- WIPO Case No. D2018-0497, StudioCanal v. Registration Private, Domains By Proxy, LLC / Sudjam Admin, Sudjam LLC (“In that circumstance, whether the commercial gain from misled Internet users is gained by the Respondent or by the Registrar (or by another third party), it remains that the Respondent controls and cannot (absent some special circumstance) disclaim responsibility for, the content appearing on the website to which the disputed domain name resolve […] so the Panel presumes that the Respondent has allowed the disputed domain name to be used with the intent to attract Internet users for commercial gain, by creating a likelihood of confusion with the Complainant's trademark as to the source, affiliation, or endorsement of the Respondent's website to which the disputed domain name resolves. Accordingly, the Panel finds that the disputed domain name was registered and is being used in bad faith.”).
 
NO ADMINISTRATIVELY COMPLIANT RESPONSE HAS BEEN FILED.
Rights
The Complainant has, to the satisfaction of the Panel, shown the disputed domain name is identical or confusingly similar to a trademark or service mark in which the Complainant has rights (within the meaning of paragraph 4(a)(i) of the Policy).
No rights or legitimate interests
The Complainant has, to the satisfaction of the Panel, shown the Respondent to have no rights or legitimate interests in respect of the disputed domain name (within the meaning of paragraph 4(a)(ii) of the Policy).
Bad faith
The Complainant has, to the satisfaction of the Panel, shown the disputed domain name has been registered and is being used in bad faith (within the meaning of paragraph 4(a)(iii) of the Policy).
Procedural Factors
The Panel is satisfied that all procedural requirements under UDRP were met and there is no other reason why it would be inappropriate to provide a decision.
Principal Reasons for the Decision
1. Identical or confusingly similar

The Complainant contended that the disputed domain name <boehringereringelherimpetrebates.com> is identical to its registered trademark "BOEHRINGER INGELHEIM". The Complainant is a family-owned pharmaceutical group of companies with roots going back to 1885, and a global research-driven pharmaceutical enterprise.

The disputed domain name <boehringereringelherimpetrebates.com> incorporates the Complainant’s trademark, by adding “r” and “er” and the deletion of hyphen. The addition and deletion of certain letter does not significantly affect the appearance or pronunciation of the domain name, creating virtually identical and/or confusingly similar marks to the Complainant’s trademark. In accordance with WIPO Jurisprudential Overview 3.0 para 1.9, a domain name which consists of a common, obvious, or intentional misspelling of a trademark is considered by panels to be confusingly similar to the relevant mark for purposes of the first element. Therefore, a misspelled trademark does not preclude the finding of confusing similarity within the meaning of paragraph 4(a)(i) of the Policy and the Panel needs to reach to other evidence in finding the Respondent’s intention to confuse users, before a final determination can be made.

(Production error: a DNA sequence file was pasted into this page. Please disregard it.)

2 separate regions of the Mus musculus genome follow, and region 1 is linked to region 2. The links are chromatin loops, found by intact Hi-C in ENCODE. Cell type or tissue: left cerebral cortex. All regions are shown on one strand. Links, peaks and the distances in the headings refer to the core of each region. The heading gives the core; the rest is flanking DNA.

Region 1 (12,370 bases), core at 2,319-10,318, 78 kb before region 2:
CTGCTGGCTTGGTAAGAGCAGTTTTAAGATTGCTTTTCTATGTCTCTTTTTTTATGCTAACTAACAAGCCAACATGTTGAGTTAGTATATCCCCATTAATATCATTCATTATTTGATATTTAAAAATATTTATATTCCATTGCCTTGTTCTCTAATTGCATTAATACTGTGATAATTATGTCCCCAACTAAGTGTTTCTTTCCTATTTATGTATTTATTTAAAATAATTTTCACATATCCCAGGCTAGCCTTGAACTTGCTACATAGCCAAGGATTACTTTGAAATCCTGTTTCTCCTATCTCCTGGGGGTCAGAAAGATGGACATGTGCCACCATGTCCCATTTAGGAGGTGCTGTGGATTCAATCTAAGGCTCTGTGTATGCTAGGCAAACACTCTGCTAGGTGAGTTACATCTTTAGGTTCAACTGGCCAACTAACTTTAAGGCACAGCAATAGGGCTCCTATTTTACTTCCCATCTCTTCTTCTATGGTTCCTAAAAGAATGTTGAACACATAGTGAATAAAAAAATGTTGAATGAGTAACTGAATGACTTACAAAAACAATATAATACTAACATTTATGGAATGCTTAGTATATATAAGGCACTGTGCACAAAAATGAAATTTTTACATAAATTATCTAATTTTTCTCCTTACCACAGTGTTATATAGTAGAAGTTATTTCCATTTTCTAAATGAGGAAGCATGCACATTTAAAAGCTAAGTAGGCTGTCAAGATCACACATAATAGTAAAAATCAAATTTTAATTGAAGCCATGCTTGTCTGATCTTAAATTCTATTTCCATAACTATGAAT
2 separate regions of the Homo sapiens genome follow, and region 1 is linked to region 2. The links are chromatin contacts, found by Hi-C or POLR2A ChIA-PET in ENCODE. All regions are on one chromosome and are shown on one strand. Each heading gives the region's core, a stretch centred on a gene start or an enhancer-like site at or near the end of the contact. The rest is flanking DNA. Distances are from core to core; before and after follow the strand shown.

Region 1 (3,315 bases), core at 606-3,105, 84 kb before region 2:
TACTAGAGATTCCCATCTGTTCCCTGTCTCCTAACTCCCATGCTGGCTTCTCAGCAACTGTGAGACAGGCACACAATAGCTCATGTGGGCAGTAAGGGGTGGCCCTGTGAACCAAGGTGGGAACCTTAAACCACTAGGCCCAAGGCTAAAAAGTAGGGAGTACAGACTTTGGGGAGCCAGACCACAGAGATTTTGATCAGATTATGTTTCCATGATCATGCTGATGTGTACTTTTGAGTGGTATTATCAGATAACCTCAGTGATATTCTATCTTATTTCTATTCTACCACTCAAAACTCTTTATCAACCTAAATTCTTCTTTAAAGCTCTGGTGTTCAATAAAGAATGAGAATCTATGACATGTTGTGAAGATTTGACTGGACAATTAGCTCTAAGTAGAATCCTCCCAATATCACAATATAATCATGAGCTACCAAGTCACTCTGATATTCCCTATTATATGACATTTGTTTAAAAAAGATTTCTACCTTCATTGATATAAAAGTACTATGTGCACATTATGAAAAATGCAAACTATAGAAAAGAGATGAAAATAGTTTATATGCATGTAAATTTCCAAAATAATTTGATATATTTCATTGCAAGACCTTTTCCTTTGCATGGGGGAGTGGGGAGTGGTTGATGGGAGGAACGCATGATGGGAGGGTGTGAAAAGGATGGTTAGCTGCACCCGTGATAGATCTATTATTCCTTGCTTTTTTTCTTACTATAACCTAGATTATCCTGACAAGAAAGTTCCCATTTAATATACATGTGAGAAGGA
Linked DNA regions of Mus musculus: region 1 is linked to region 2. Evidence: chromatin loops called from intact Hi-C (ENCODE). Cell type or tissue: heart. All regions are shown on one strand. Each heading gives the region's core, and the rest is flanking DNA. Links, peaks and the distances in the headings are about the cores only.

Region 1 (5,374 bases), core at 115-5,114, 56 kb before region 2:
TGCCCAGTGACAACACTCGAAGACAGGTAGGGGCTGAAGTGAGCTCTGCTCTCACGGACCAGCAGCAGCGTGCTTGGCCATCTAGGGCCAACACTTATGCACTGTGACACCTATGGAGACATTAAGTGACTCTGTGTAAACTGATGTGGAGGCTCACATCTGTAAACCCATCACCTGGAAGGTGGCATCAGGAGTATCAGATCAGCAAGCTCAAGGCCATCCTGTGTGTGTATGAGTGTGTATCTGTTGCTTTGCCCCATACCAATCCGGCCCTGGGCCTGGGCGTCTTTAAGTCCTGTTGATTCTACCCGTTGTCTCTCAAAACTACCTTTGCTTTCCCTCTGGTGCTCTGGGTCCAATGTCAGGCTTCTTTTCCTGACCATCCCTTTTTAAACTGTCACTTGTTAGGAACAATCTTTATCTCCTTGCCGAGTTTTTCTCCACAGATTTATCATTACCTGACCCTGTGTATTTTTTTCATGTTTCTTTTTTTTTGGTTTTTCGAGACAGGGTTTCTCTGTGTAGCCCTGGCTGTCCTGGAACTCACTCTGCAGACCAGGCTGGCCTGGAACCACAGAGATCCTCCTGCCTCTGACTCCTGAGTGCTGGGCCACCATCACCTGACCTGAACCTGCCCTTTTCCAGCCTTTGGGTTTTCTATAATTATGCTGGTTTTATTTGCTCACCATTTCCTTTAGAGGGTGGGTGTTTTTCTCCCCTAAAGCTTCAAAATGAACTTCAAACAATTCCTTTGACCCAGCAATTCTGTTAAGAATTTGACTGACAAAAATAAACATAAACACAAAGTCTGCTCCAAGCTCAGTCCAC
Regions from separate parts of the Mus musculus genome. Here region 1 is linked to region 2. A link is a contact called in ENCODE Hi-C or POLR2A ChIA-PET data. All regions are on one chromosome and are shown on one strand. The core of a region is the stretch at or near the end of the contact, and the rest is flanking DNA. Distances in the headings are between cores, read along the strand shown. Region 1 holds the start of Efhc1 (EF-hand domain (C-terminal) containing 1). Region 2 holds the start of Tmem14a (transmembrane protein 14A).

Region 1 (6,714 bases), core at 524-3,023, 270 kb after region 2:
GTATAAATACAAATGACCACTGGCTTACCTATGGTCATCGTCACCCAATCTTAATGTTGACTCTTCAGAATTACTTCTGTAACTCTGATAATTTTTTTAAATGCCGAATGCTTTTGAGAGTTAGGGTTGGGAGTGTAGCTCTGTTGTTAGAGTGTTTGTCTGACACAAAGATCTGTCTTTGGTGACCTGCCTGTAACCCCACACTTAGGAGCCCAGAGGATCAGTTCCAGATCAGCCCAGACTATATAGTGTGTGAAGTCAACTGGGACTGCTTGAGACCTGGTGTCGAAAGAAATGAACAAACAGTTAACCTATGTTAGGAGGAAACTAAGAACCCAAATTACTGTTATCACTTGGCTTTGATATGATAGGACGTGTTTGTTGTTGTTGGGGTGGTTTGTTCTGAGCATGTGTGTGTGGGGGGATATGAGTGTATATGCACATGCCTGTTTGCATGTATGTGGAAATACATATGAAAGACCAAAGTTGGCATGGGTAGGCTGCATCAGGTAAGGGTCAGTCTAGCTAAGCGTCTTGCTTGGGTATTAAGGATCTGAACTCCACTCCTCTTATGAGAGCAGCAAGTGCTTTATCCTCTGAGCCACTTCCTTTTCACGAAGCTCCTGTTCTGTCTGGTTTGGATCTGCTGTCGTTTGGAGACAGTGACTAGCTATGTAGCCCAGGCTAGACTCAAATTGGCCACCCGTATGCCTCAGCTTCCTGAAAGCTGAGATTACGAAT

The added term “pet rebates” has different possible meanings, but the Complainant actually owned the <boehringeringelheimpetrebates.com> domain name which revolves to a rebate website created by the Complainant for its customers. The added term “pet rebates” adds to the overall impression of the designation as being connected to the Complainant’s trademark BOEHRINGER-INGELHEIM®.

As the Complainant stated, it is well established that the addition of a top level domain would not change the determination that the disputed domain name is identical to the Complainant’s trademark. According to WIPO Overview 3.0 §1.11.1, “the applicable Top Level Domain (“TLD”) in a domain name (e.g., “.com”, “.club”, “.nyc”) is viewed as a standard registration requirement and as such is disregarded under the first element confusion similarity test”. According to WIPO Overview 3.0 §1.11.2, “the ordinary meaning ascribed to a particular TLD would not necessarily impact assessment of the first element.” Here, the addition of the new gTLD “.com” should not impact the assessment of the identicality or confusing similarity within the meaning of paragraph 4(a)(i) of the Policy.

The Panel therefore concludes that the disputed domain name is confusingly similar to a trademark in which the Complainant has rights within the meaning of paragraph 4(a)(i) of the Policy.


2. No rights or legitimate interests